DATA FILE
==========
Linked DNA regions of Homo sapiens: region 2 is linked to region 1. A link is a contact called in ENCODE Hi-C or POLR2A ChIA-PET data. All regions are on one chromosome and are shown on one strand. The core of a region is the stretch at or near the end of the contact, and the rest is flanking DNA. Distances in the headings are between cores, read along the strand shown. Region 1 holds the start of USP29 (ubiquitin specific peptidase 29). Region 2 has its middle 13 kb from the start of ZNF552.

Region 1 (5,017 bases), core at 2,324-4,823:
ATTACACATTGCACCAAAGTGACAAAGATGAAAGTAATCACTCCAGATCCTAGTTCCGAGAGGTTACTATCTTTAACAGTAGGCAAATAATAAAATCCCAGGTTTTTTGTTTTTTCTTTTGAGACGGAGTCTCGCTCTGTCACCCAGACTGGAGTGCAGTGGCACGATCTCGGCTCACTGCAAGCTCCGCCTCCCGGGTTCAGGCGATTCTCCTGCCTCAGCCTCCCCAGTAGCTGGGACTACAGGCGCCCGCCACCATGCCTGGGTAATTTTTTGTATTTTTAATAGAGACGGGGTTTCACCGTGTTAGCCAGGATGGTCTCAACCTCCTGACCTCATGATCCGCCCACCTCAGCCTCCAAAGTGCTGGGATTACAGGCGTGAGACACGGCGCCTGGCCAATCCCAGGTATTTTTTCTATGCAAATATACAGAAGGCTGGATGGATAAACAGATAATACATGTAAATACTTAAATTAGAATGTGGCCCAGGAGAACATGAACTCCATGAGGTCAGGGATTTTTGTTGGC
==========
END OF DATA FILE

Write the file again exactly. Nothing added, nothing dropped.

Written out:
Linked DNA regions of Homo sapiens: region 2 is linked to region 1. A link is a contact called in ENCODE Hi-C or POLR2A ChIA-PET data. All regions are on one chromosome and are shown on one strand. The core of a region is the stretch at or near the end of the contact, and the rest is flanking DNA. Distances in the headings are between cores, read along the strand shown. Region 1 holds the start of USP29 (ubiquitin specific peptidase 29). Region 2 has its middle 13 kb from the start of ZNF552.

Region 1 (5,017 bases), core at 2,324-4,823:
ATTACACATTGCACCAAAGTGACAAAGATGAAAGTAATCACTCCAGATCCTAGTTCCGAGAGGTTACTATCTTTAACAGTAGGCAAATAATAAAATCCCAGGTTTTTTGTTTTTTCTTTTGAGACGGAGTCTCGCTCTGTCACCCAGACTGGAGTGCAGTGGCACGATCTCGGCTCACTGCAAGCTCCGCCTCCCGGGTTCAGGCGATTCTCCTGCCTCAGCCTCCCCAGTAGCTGGGACTACAGGCGCCCGCCACCATGCCTGGGTAATTTTTTGTATTTTTAATAGAGACGGGGTTTCACCGTGTTAGCCAGGATGGTCTCAACCTCCTGACCTCATGATCCGCCCACCTCAGCCTCCAAAGTGCTGGGATTACAGGCGTGAGACACGGCGCCTGGCCAATCCCAGGTATTTTTTCTATGCAAATATACAGAAGGCTGGATGGATAAACAGATAATACATGTAAATACTTAAATTAGAATGTGGCCCAGGAGAACATGAACTCCATGAGGTCAGGGATTTTTGTTGGC